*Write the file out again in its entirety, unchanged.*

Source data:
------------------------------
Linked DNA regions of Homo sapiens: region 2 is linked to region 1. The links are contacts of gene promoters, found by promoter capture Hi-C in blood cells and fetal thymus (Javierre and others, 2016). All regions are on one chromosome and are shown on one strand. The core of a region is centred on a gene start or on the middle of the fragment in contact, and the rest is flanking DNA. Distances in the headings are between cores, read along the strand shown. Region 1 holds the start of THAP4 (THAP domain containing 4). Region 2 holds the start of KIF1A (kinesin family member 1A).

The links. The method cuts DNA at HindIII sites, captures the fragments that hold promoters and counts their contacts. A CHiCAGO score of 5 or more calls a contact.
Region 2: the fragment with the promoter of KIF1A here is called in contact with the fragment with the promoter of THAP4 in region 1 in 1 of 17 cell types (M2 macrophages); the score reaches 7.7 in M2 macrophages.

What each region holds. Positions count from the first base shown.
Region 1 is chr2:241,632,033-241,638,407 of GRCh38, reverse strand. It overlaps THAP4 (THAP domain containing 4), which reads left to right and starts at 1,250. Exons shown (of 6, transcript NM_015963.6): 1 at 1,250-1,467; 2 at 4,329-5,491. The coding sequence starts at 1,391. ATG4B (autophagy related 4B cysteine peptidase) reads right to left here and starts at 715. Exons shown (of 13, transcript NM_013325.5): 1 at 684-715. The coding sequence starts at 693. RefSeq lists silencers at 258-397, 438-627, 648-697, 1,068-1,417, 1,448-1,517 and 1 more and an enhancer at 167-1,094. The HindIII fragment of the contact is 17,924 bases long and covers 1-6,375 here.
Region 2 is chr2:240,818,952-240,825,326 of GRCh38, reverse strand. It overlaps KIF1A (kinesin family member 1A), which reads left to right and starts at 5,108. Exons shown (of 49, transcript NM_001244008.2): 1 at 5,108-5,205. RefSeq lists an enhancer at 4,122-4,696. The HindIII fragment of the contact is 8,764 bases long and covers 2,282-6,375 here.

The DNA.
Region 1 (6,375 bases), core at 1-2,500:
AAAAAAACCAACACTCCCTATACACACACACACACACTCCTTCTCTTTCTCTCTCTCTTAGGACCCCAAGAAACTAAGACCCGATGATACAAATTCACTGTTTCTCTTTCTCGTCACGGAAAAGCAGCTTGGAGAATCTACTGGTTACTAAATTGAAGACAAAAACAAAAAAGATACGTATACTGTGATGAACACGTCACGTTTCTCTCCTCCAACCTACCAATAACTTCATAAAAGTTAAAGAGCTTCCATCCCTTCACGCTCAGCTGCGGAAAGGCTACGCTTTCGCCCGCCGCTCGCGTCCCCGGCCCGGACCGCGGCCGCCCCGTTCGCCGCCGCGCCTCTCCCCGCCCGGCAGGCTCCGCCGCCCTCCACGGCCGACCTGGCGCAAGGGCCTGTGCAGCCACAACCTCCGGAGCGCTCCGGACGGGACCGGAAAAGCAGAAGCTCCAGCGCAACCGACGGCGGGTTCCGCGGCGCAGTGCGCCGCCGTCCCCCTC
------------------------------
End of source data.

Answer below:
Linked DNA regions of Homo sapiens: region 2 is linked to region 1. The links are contacts of gene promoters, found by promoter capture Hi-C in blood cells and fetal thymus (Javierre and others, 2016). All regions are on one chromosome and are shown on one strand. The core of a region is centred on a gene start or on the middle of the fragment in contact, and the rest is flanking DNA. Distances in the headings are between cores, read along the strand shown. Region 1 holds the start of THAP4 (THAP domain containing 4). Region 2 holds the start of KIF1A (kinesin family member 1A).

The links. The method cuts DNA at HindIII sites, captures the fragments that hold promoters and counts their contacts. A CHiCAGO score of 5 or more calls a contact.
Region 2: the fragment with the promoter of KIF1A here is called in contact with the fragment with the promoter of THAP4 in region 1 in 1 of 17 cell types (M2 macrophages); the score reaches 7.7 in M2 macrophages.

What each region holds. Positions count from the first base shown.
Region 1 is chr2:241,632,033-241,638,407 of GRCh38, reverse strand. It overlaps THAP4 (THAP domain containing 4), which reads left to right and starts at 1,250. Exons shown (of 6, transcript NM_015963.6): 1 at 1,250-1,467; 2 at 4,329-5,491. The coding sequence starts at 1,391. ATG4B (autophagy related 4B cysteine peptidase) reads right to left here and starts at 715. Exons shown (of 13, transcript NM_013325.5): 1 at 684-715. The coding sequence starts at 693. RefSeq lists silencers at 258-397, 438-627, 648-697, 1,068-1,417, 1,448-1,517 and 1 more and an enhancer at 167-1,094. The HindIII fragment of the contact is 17,924 bases long and covers 1-6,375 here.
Region 2 is chr2:240,818,952-240,825,326 of GRCh38, reverse strand. It overlaps KIF1A (kinesin family member 1A), which reads left to right and starts at 5,108. Exons shown (of 49, transcript NM_001244008.2): 1 at 5,108-5,205. RefSeq lists an enhancer at 4,122-4,696. The HindIII fragment of the contact is 8,764 bases long and covers 2,282-6,375 here.

The DNA.
Region 1 (6,375 bases), core at 1-2,500:
AAAAAAACCAACACTCCCTATACACACACACACACACTCCTTCTCTTTCTCTCTCTCTTAGGACCCCAAGAAACTAAGACCCGATGATACAAATTCACTGTTTCTCTTTCTCGTCACGGAAAAGCAGCTTGGAGAATCTACTGGTTACTAAATTGAAGACAAAAACAAAAAAGATACGTATACTGTGATGAACACGTCACGTTTCTCTCCTCCAACCTACCAATAACTTCATAAAAGTTAAAGAGCTTCCATCCCTTCACGCTCAGCTGCGGAAAGGCTACGCTTTCGCCCGCCGCTCGCGTCCCCGGCCCGGACCGCGGCCGCCCCGTTCGCCGCCGCGCCTCTCCCCGCCCGGCAGGCTCCGCCGCCCTCCACGGCCGACCTGGCGCAAGGGCCTGTGCAGCCACAACCTCCGGAGCGCTCCGGACGGGACCGGAAAAGCAGAAGCTCCAGCGCAACCGACGGCGGGTTCCGCGGCGCAGTGCGCCGCCGTCCCCCTC